CPRA: What it is and what changes it may mean for your business
Updated: Jun 25
Long referred to as CCPA 2.0, proposed ballot initiative California Privacy Rights Act of 2020 has established itself under its very own acronym — CPRA. There’s good reason for that change; it’s getting a lot closer to becoming reality.
At the beginning of May, the initiative’s sponsor, Californians for Consumer Privacy, delivered more than 900,000 signatures to qualify CPRA for the ballot. And this week, CPRA cleared another hurdle — getting those 900,000+ signatures validated in time to get CPRA on the ballot. On Monday, a California Superior Court Judge ordered Secretary of State Alex Padilla to work with Californians for Consumer Privacy to either hasten the validating process or to push back the deadline to qualify CPRA for the ballot. Then Thursday, Padilla announced its qualification for the November ballot.
California already has the most comprehensive privacy law in the U.S., and — given the attorney general’s regulations were finalized just this month — most organizations are still working toward full compliance with that. So, why another privacy law?
Californians for Consumer Privacy initiated this proposal as a corrective measure for the shortcomings of CCPA, which resulted after some swift negotiating by the California legislature disappeared the original — and more restrictive — ballot initiative. The CPRA modifies CCPA to expand consumers’ rights and control over their personal information and borrows liberally from the EU General Data Protection Regulation (GDPR).
Here are some of the major changes and additions from the current law.
Rectification rights: Similar to rights provided under GDPR, the CPRA would give California consumers the right to correct inaccurate or out-of-date information an organization holds about them.
Sensitive personal information: Another concept the CPRA adopts from the GDPR is a classification of certain types of more sensitive data where additional controls will be required. These data types align with “Special Categories” of data under GDPR. Organizations that process sensitive personal information would be obligated to provide consumers more control over that data.
Consent: Once again, CPRA looks to GDPR when defining consent, using the language “freely given, specific, informed and unambiguous,” the definition closely mirrors that in the GDPR and may finally mean the end of “opt-out consent” as a concept in the US.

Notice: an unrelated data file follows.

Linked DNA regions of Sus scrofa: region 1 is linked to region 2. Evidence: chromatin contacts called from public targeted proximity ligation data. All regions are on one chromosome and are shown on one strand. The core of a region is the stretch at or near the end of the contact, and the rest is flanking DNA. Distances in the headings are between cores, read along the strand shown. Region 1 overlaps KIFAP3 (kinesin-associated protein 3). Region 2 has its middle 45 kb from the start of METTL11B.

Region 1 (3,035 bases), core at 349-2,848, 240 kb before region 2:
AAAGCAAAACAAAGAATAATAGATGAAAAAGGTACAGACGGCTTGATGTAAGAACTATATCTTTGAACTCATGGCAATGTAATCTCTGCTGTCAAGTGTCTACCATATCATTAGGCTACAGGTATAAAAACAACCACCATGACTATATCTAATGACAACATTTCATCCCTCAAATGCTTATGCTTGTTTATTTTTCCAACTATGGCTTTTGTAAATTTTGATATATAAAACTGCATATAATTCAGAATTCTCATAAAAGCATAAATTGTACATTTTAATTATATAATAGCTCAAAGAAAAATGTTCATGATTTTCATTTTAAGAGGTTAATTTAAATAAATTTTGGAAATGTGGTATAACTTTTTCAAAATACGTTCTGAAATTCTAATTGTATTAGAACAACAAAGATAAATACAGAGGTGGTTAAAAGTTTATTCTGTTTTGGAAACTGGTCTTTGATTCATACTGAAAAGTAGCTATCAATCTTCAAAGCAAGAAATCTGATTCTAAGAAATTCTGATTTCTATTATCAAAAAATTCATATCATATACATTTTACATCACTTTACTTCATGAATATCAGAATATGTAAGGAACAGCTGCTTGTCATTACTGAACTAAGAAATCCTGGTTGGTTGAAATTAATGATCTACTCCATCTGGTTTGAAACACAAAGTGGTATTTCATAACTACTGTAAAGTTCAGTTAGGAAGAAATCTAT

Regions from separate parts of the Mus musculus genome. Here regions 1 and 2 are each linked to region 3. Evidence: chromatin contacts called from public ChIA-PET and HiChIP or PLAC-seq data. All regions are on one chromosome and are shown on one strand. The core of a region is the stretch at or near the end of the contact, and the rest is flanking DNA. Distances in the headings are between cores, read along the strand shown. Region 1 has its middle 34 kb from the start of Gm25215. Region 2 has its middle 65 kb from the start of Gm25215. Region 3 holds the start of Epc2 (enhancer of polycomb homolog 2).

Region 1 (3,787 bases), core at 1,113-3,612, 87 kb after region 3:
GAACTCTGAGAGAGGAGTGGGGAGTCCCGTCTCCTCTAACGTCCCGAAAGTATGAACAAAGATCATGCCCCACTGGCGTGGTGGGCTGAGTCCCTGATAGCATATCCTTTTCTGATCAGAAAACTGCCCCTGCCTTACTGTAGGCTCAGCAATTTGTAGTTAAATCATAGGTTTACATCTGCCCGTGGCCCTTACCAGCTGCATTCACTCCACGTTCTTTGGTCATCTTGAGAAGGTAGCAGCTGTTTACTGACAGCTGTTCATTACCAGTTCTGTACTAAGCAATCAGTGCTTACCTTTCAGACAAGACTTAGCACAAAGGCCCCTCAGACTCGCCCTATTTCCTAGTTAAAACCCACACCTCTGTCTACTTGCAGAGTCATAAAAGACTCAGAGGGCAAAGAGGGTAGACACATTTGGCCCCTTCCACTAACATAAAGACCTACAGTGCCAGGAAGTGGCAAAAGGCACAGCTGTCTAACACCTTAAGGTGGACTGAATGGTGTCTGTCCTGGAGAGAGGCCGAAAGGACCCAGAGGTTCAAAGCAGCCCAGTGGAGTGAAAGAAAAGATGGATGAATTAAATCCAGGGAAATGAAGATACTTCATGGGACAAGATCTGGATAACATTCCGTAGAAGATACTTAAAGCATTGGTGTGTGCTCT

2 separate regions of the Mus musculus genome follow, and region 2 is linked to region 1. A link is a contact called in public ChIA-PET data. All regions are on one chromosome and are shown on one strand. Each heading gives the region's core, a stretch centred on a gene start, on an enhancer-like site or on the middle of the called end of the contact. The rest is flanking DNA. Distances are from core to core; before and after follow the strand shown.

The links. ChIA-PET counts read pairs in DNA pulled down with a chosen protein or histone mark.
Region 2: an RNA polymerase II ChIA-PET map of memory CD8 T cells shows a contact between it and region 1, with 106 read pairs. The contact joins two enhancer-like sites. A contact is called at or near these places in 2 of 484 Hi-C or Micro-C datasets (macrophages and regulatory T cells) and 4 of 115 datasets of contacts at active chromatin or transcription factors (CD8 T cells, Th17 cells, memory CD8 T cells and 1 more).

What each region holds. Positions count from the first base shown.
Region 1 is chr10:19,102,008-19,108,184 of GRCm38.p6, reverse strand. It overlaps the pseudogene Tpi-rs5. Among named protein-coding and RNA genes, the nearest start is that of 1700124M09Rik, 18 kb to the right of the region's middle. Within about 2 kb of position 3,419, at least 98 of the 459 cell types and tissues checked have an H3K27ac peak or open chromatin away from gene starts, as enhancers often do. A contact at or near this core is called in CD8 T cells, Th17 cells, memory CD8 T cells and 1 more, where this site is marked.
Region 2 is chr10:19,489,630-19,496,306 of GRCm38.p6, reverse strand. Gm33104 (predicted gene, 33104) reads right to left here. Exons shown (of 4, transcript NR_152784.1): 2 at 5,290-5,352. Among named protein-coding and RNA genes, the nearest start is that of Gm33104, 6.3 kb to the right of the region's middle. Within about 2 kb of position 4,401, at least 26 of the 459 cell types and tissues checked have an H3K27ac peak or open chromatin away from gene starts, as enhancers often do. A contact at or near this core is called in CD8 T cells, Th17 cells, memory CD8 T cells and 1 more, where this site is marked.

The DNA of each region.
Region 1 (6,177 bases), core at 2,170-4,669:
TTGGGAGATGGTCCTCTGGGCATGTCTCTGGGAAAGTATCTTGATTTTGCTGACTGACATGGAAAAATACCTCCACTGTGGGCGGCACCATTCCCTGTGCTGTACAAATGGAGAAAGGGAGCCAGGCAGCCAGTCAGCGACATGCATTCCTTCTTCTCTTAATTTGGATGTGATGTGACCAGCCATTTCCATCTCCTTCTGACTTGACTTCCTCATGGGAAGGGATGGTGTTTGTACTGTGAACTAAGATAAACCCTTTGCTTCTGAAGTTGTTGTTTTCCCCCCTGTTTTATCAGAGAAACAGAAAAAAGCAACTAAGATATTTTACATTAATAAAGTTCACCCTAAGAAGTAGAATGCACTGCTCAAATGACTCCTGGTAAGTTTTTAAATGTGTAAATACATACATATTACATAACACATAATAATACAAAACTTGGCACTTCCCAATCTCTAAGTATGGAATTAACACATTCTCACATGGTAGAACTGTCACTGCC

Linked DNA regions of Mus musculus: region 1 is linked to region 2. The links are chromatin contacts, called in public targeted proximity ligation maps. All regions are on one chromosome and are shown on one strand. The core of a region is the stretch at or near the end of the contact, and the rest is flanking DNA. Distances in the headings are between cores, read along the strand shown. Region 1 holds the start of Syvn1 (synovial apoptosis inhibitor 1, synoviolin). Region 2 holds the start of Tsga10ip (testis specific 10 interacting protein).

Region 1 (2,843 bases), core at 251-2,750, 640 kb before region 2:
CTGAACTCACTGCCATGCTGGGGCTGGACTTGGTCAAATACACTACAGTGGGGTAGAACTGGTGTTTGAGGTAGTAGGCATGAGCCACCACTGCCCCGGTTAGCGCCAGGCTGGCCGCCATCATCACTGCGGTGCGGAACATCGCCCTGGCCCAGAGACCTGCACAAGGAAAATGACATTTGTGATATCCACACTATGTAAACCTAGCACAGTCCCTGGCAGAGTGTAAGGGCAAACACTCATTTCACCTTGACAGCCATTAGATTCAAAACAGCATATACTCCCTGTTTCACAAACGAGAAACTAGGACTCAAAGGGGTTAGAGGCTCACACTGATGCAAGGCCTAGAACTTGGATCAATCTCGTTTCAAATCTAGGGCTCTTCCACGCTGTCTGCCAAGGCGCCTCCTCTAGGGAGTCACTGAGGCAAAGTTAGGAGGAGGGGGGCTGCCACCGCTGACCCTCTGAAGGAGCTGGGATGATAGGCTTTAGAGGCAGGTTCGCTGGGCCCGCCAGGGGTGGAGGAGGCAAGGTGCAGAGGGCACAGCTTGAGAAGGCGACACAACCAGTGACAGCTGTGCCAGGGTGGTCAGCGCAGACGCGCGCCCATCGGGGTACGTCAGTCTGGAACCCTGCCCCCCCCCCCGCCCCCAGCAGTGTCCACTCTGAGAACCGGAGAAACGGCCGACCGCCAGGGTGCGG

Extension of B2B and employee exemptions: The CPRA would extend the CCPA’s exemptions for employee data and personal information collected in the business-to-business context until January 1, 2023. This gives lawmakers an additional two years to develop legislation to address privacy in these areas.
Additional fines for children’s data: CPRA would triple the fines allowed under CCPA when organizations violate the privacy rights of children under 16 years of age.
Expanded definition of breach: CCPA includes a private right of action for certain data breaches. The CPRA increases the types of breaches for which consumers have a private right of action to those that include an email address in combination with authenticating information that would allow access to the account.
Establishes the California Privacy Protection Agency: CPRA would establish the first dedicated privacy enforcement body in the U.S. While the U.S. Federal Trade Commission has been considered the de-facto privacy enforcer in the U.S., the California Privacy Protection Agency would be the first tasked specifically with protecting individuals’ privacy rights.
It’s looking like the ballot initiative will make it this time and if California voters make it law, it would mean increased privacy protections for residents and increased compliance hurdles for organizations within the scope of CCPA. Make sure you’re prepared with a privacy program that can respond to this — and other — legislative changes.